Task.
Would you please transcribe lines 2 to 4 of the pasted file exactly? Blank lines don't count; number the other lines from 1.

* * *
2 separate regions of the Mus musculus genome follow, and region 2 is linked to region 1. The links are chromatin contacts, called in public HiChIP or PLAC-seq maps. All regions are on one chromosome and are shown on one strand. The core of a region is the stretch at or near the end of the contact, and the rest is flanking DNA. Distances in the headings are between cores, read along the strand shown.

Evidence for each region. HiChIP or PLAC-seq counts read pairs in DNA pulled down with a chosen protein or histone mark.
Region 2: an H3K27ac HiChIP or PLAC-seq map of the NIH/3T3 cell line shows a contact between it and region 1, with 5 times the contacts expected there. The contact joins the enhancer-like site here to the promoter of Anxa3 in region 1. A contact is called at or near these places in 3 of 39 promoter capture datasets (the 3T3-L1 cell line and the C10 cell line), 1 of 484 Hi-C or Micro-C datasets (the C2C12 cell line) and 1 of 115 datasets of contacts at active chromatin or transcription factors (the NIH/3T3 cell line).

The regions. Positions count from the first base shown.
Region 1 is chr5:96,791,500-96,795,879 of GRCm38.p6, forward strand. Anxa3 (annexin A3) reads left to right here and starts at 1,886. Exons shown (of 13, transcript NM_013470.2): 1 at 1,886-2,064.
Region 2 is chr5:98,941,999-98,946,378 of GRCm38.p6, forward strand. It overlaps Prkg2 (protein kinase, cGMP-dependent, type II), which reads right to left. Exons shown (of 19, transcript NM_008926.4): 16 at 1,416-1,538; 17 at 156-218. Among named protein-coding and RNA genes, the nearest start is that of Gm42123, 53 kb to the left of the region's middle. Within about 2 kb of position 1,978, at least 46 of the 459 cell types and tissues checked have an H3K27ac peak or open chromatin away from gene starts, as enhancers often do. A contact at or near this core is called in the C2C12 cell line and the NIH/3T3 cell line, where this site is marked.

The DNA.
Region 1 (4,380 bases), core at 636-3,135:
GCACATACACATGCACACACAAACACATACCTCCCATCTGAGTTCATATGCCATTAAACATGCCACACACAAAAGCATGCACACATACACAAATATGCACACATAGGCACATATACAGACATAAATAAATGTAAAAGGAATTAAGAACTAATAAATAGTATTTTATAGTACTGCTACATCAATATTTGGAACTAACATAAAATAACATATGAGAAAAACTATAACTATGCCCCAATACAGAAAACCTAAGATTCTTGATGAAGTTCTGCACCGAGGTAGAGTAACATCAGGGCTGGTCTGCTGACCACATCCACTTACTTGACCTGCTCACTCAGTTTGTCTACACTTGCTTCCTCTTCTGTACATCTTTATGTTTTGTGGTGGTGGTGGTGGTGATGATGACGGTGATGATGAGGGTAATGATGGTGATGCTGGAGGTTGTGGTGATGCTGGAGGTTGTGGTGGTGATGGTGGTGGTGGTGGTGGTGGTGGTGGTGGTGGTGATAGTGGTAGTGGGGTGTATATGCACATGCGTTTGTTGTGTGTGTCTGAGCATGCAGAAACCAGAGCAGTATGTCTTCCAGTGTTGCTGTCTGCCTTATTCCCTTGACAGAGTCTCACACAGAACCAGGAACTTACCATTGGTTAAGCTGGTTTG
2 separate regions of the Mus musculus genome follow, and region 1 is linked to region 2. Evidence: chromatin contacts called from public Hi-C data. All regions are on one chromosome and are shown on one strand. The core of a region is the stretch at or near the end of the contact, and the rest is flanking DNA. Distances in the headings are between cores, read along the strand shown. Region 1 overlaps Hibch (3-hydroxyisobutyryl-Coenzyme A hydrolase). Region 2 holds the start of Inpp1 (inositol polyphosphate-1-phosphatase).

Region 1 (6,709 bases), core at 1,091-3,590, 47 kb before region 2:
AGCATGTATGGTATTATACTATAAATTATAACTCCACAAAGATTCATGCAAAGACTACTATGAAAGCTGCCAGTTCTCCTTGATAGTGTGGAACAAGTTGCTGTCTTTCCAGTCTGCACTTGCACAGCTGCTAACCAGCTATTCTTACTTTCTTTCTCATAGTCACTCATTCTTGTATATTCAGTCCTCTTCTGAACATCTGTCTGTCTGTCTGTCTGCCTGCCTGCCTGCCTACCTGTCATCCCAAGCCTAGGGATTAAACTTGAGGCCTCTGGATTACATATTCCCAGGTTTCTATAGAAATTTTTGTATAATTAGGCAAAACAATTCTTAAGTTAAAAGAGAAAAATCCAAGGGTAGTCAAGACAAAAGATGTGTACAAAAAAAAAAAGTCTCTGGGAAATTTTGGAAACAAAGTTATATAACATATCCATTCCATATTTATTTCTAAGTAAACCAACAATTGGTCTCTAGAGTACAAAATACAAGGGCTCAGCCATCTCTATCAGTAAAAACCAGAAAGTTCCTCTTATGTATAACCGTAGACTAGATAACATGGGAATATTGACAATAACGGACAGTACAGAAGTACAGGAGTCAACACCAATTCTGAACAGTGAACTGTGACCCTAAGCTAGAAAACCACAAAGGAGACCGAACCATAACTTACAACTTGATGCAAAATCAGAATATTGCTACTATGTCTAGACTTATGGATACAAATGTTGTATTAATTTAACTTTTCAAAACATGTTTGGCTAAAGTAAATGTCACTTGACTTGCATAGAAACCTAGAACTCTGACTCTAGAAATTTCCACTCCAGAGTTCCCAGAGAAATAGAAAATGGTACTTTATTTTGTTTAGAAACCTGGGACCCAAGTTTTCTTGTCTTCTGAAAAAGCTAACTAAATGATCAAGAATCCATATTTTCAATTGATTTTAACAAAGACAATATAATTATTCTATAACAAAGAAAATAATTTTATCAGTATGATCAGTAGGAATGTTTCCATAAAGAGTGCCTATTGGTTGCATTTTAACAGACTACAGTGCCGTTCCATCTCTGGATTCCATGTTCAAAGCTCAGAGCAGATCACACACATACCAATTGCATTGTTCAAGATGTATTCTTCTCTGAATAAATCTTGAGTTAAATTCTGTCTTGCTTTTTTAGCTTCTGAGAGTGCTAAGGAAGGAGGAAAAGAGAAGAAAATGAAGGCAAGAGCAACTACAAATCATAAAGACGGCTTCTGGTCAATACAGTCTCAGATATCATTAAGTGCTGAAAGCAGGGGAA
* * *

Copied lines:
Evidence for each region. HiChIP or PLAC-seq counts read pairs in DNA pulled down with a chosen protein or histone mark.
Region 2: an H3K27ac HiChIP or PLAC-seq map of the NIH/3T3 cell line shows a contact between it and region 1, with 5 times the contacts expected there. The contact joins the enhancer-like site here to the promoter of Anxa3 in region 1. A contact is called at or near these places in 3 of 39 promoter capture datasets (the 3T3-L1 cell line and the C10 cell line), 1 of 484 Hi-C or Micro-C datasets (the C2C12 cell line) and 1 of 115 datasets of contacts at active chromatin or transcription factors (the NIH/3T3 cell line).

The regions. Positions count from the first base shown.